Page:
I've looked for the above. The question(s) I have are around reliability and potential repairs of something like a 25 year old Hatteras? or something like that? I don't want to get a project boat although I realize something is always breaking on any boat.
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Old 08-06-2024, 09:08   #5
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Re: Sail to Motor

I have gone that route, from sail to power, and have also earned bread as a Captain on various power boats:
The engine room on many smaller boats, say under 50’ can be cramped and service/maintenance can be a pain in the rear, especially since many big motors are shoe horned in.
Yes, engine replacement or overhaul can be really expensive, $50-60k a piece, make sure you buy well maintained boats with stellar service records and regular oil analysis documentation.

If I was buying another tub I would look at a Tiara 3800 Open: High quality, seaworthy, spacious and Cummings diesels.
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Old 08-06-2024, 11:51   #6
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Re: Sail to Motor

Quote:
Originally Posted by LivingWhale View Post
As a base, we would be in a budget range from 300K - 800K but prefer lower if possible.

Concern 1 - engine size. It would make sense that we are trawler folks and don't need or want large 1000hp plus diesels. When I look at the engine rooms for some vessels it's quite intimidating. Is this fear realistic? Aren't they a fortune and huge hassle to replace?

Concern 2 - I tend to like the larger boats - 50' plus with 3 cabins at a minimum. Given that we are trying to keep a nosed t budget this puts us into 20-30 year old boats. In sailing catamarans, you'd never buy that old. Is that true with motor? Ideal budget would be 300k-400k. We can go 800K, but if we did this, the financial outlay becomes more burdensome.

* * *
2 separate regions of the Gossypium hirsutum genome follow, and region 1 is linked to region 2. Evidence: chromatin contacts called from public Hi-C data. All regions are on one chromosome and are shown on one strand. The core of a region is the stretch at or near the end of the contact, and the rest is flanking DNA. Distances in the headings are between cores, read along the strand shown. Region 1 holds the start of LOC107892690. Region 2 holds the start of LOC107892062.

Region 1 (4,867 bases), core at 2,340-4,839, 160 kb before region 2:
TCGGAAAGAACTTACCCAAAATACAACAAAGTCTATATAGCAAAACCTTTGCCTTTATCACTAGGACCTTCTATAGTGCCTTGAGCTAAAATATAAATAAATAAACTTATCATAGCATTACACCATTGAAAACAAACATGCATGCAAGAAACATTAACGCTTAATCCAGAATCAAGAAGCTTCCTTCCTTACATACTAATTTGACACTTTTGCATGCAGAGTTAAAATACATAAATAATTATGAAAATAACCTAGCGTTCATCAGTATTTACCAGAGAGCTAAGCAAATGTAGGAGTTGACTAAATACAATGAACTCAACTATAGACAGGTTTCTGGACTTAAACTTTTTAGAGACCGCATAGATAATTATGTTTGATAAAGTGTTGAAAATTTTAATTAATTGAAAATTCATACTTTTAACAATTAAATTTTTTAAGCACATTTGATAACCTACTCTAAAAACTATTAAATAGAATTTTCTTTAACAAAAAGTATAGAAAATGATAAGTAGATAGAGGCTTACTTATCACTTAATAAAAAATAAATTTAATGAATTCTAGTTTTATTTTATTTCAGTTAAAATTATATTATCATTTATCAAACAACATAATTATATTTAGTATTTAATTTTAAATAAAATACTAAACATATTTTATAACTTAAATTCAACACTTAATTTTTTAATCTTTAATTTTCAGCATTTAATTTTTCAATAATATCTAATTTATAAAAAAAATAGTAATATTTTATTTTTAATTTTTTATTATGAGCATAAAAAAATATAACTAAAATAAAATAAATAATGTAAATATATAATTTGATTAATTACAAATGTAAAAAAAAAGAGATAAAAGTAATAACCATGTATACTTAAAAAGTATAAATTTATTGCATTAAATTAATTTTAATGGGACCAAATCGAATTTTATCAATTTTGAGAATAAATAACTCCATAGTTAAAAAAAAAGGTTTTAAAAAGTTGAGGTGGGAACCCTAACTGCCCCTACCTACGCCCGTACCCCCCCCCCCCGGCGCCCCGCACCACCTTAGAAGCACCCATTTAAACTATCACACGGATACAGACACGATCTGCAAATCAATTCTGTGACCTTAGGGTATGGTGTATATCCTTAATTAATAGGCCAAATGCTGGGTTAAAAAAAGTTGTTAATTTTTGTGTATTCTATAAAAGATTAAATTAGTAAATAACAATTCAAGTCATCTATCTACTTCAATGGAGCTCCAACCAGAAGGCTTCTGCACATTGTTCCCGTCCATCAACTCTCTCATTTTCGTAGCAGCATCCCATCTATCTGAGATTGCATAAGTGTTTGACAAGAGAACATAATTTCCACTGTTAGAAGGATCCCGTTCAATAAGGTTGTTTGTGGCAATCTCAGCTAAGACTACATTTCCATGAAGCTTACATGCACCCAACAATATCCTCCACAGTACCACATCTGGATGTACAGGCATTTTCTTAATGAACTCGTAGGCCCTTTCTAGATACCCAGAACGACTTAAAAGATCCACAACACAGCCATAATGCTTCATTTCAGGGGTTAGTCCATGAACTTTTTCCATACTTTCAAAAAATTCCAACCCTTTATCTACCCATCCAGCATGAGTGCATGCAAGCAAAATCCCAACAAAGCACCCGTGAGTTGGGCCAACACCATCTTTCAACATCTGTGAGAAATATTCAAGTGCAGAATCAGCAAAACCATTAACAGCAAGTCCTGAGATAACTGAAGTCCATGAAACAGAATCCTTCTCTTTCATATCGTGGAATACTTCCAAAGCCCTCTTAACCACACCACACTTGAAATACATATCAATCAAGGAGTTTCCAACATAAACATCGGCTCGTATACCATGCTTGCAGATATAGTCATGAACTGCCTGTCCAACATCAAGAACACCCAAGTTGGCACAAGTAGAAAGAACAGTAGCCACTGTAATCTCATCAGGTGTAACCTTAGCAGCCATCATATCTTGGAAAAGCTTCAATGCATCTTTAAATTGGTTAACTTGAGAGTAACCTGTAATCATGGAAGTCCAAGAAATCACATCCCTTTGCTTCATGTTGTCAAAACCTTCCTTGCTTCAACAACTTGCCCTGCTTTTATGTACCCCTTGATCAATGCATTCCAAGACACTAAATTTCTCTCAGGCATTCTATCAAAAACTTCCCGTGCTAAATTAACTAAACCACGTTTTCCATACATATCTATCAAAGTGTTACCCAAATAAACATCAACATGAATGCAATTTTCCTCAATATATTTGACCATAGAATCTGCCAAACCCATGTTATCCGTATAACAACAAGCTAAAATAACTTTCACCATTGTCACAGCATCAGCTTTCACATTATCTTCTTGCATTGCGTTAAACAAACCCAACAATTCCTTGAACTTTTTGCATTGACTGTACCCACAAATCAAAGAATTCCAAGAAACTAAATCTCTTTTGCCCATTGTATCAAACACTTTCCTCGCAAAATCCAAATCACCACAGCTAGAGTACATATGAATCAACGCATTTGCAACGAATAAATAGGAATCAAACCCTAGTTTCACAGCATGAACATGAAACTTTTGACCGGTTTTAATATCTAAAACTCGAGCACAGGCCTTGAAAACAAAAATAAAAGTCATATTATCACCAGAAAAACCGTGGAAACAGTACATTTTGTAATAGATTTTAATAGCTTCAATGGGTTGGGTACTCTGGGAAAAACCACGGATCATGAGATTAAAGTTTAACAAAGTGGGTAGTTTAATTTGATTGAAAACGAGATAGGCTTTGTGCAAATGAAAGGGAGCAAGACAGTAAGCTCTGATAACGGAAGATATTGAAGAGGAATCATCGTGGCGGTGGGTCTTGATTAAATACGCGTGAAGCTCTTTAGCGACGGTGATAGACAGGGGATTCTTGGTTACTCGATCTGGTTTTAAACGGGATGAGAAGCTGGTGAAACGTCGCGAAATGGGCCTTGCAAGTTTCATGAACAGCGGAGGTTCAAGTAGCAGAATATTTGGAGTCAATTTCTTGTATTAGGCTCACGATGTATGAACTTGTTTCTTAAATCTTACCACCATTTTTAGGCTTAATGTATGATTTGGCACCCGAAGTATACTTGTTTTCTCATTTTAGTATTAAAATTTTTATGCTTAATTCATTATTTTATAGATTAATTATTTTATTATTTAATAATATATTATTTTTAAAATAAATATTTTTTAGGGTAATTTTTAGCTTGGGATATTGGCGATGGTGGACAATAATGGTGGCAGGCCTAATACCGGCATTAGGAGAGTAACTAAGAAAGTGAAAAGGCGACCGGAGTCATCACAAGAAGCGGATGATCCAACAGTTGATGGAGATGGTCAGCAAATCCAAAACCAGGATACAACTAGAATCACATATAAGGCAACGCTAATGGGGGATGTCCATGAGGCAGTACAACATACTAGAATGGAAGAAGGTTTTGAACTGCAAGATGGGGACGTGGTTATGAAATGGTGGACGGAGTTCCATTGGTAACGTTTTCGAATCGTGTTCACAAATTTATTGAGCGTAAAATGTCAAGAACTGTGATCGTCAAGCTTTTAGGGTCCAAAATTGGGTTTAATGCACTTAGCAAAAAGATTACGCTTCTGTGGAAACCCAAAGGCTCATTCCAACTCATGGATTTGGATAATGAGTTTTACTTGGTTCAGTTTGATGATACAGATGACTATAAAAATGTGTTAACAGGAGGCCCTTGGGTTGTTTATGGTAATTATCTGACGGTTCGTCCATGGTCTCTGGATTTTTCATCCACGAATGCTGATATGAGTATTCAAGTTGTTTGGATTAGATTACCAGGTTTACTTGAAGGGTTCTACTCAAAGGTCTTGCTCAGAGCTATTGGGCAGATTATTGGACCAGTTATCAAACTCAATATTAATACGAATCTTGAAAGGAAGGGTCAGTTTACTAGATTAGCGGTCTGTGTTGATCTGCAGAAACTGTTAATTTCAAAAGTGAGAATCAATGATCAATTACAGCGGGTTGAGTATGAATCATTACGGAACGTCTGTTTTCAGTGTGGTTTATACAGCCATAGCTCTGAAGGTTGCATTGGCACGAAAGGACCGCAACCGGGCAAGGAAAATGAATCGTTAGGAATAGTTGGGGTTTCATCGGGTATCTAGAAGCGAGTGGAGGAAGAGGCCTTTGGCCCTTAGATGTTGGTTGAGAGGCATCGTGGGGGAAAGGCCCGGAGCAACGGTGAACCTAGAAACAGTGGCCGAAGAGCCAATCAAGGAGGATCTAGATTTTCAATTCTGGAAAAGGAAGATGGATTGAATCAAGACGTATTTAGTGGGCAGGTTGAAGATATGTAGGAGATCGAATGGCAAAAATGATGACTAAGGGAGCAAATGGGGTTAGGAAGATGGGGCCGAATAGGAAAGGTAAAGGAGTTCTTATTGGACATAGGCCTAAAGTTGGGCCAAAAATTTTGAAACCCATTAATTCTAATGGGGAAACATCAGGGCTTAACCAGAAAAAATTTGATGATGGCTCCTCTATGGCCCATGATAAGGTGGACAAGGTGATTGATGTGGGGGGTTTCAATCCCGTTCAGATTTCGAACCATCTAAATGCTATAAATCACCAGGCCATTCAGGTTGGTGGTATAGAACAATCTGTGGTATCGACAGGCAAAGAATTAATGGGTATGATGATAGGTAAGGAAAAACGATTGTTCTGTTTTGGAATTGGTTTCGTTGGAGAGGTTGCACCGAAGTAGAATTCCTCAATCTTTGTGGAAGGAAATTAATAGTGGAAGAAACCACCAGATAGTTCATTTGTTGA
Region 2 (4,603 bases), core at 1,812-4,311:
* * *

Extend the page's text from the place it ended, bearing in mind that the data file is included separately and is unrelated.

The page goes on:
Concern 3 - steering. We are used to engines that are 20'+ apart making docking easier. How much harder is it to dock a 50'+ trawler in a cross wind and current?

Concern 4 - if we buy an older yacht, can you get insurance for it? Both for your vessel and others if you were at fault?

Concern 5 - I know the maintenance schedule for a sailing cat but not sure about a motor yacht - more? less? same? Similar?

concern 6 - Is there a sweet spot for size of a vessel for length and beam?

concern 7 - the reason we had a sailing catamaran was for stability. What equipment is needed to provided the desired stability in most motor yachts? What should we look for?


Thanks for your patience! I look forward to any/all guidance you're willing to offer.

1) Just find boats you like and that otherwise meet your requirements... then ponder about the engines afterwards. Huge hassle, no. Normal maintenance, yes. replace? Not usually in your lifetime, although it does depend on how they've been treated. (1000-hp diesels suggests you've been seeing either sportfishers/convertibles... or large motor yachts meant to run at semi-planing speeds. You don't have to do that, of course.)

2) Keep shopping.

3) Likely not more difficult at all. Can depend slightly on windage factors, but the heavier the boat the less likely it'll be squirrelly around the dock. Bow and stern thrusters can help if really necessary, both add-able afterwards should it become an issue.

5) Can't compare based on hull form, but would suggest it's more likely about the types and numbers of systems you have (e.g., ACs, thru-hulls, etc. in turn often due to the number of stateroom/heads/anticipated crew or guests), where they're located, and how you access them.

6) I don't think so; think it more depends on how the layout suits your requirements... and then the number of staterooms will largely lead most builders to match the length and beam as necessary.